ATLANTA (AP) — Don’t pet the pigs.
That’s the message state and county fair visitors got yesterday from health officials who reported a fivefold increase of cases of a new strain of swine flu that spreads from pigs to people. Most of the cases are linked to the fairs, where visitors are in close contact with infected pigs.
This flu has mild symptoms and it’s not really spreading from person to person.
“This is not a pandemic situation,” said Dr. Joseph Bresee of the Centers for Disease Control and Prevention.
But any flu can be a risk for some people, and people should be cautious when they can, he added.
The case count jumped from 29 a week ago to 158 this week, thanks to a wave of new cases in Indiana and Ohio, said Bresee, the agency’s chief of influenza epidemiology.
Most of the infected patients are children — probably because many were working closely with raising, displaying and visiting pigs at the agricultural fairs, Bresee said.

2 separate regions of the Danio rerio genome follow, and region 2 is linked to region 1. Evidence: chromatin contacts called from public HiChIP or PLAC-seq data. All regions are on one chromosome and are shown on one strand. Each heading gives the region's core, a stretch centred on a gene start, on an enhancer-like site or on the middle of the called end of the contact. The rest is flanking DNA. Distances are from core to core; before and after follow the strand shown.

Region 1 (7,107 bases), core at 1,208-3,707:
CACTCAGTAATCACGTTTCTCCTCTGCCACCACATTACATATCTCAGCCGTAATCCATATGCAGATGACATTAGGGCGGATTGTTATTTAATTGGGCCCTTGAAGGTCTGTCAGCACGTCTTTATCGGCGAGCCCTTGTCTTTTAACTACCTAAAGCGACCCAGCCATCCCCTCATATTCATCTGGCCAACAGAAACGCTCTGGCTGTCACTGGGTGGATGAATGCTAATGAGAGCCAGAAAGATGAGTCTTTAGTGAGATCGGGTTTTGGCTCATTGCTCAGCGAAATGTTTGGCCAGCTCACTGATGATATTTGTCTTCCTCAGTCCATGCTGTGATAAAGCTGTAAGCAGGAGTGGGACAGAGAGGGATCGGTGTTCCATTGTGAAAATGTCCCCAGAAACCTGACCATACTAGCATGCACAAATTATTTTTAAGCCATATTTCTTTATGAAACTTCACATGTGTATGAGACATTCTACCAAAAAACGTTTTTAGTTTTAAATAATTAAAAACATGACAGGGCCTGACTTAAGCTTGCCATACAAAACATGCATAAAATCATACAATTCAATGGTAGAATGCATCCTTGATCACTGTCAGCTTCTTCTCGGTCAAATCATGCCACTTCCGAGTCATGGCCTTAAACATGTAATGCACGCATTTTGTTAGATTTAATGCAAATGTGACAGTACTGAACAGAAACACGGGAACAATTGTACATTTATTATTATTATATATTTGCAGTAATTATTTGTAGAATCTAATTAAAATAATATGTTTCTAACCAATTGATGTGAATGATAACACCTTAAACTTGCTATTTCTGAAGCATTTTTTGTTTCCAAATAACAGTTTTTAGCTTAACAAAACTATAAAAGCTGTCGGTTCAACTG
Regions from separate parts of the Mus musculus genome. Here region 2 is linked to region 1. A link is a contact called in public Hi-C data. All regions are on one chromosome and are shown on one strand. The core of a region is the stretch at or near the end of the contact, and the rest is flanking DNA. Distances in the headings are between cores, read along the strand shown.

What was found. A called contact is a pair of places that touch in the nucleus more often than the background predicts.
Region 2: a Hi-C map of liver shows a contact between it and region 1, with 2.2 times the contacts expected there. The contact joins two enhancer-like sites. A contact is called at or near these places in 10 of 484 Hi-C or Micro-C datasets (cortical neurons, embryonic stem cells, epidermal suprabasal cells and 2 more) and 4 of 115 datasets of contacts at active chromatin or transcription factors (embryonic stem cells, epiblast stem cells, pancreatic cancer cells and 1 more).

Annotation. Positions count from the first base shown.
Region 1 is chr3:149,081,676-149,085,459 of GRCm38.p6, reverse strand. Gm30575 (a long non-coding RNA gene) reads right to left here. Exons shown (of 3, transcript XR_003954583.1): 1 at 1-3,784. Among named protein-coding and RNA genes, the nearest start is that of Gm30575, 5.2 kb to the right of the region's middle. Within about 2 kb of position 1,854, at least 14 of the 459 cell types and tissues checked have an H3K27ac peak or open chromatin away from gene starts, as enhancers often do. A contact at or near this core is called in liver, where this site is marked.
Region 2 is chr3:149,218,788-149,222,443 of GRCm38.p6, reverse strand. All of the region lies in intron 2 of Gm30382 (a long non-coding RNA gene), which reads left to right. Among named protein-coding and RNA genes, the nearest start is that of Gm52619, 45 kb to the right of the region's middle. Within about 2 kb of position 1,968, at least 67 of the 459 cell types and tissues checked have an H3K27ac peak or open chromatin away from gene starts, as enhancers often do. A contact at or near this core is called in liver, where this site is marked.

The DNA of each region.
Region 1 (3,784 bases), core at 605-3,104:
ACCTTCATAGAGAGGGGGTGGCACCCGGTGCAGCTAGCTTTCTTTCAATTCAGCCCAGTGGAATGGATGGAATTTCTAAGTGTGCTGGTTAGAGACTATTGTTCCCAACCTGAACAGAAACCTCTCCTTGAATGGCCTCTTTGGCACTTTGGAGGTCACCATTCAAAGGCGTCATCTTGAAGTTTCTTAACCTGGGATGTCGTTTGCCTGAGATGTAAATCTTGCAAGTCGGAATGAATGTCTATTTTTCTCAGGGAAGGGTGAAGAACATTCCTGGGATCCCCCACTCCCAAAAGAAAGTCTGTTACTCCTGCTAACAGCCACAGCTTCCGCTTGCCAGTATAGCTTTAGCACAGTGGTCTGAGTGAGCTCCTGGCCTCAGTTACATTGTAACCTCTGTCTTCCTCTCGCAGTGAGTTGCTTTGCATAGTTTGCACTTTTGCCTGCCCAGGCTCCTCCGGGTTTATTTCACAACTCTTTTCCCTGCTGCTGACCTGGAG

The recent cases include at least 113 in Indiana, 30 in Ohio, one in Hawaii and one in Illinois, Bresee said in a conference call with reporters.
The count is changing rapidly. Indiana health officials yesterday afternoon said they had seven more confirmed cases than Bresee noted. That would raise the grand total to 165 so far.
Also, diagnosis of cases has become quicker in the last week. CDC no longer must confirm a case with its own lab. Now states are using CDC test kits to confirm cases on their own on, speeding the process along. The newly reported cases were likely infected a week or two ago.
The CDC has been tracking cases since last summer. A concern: The new strain has a gene from the 2009 pandemic strain that might let it spread more easily than pig viruses normally do.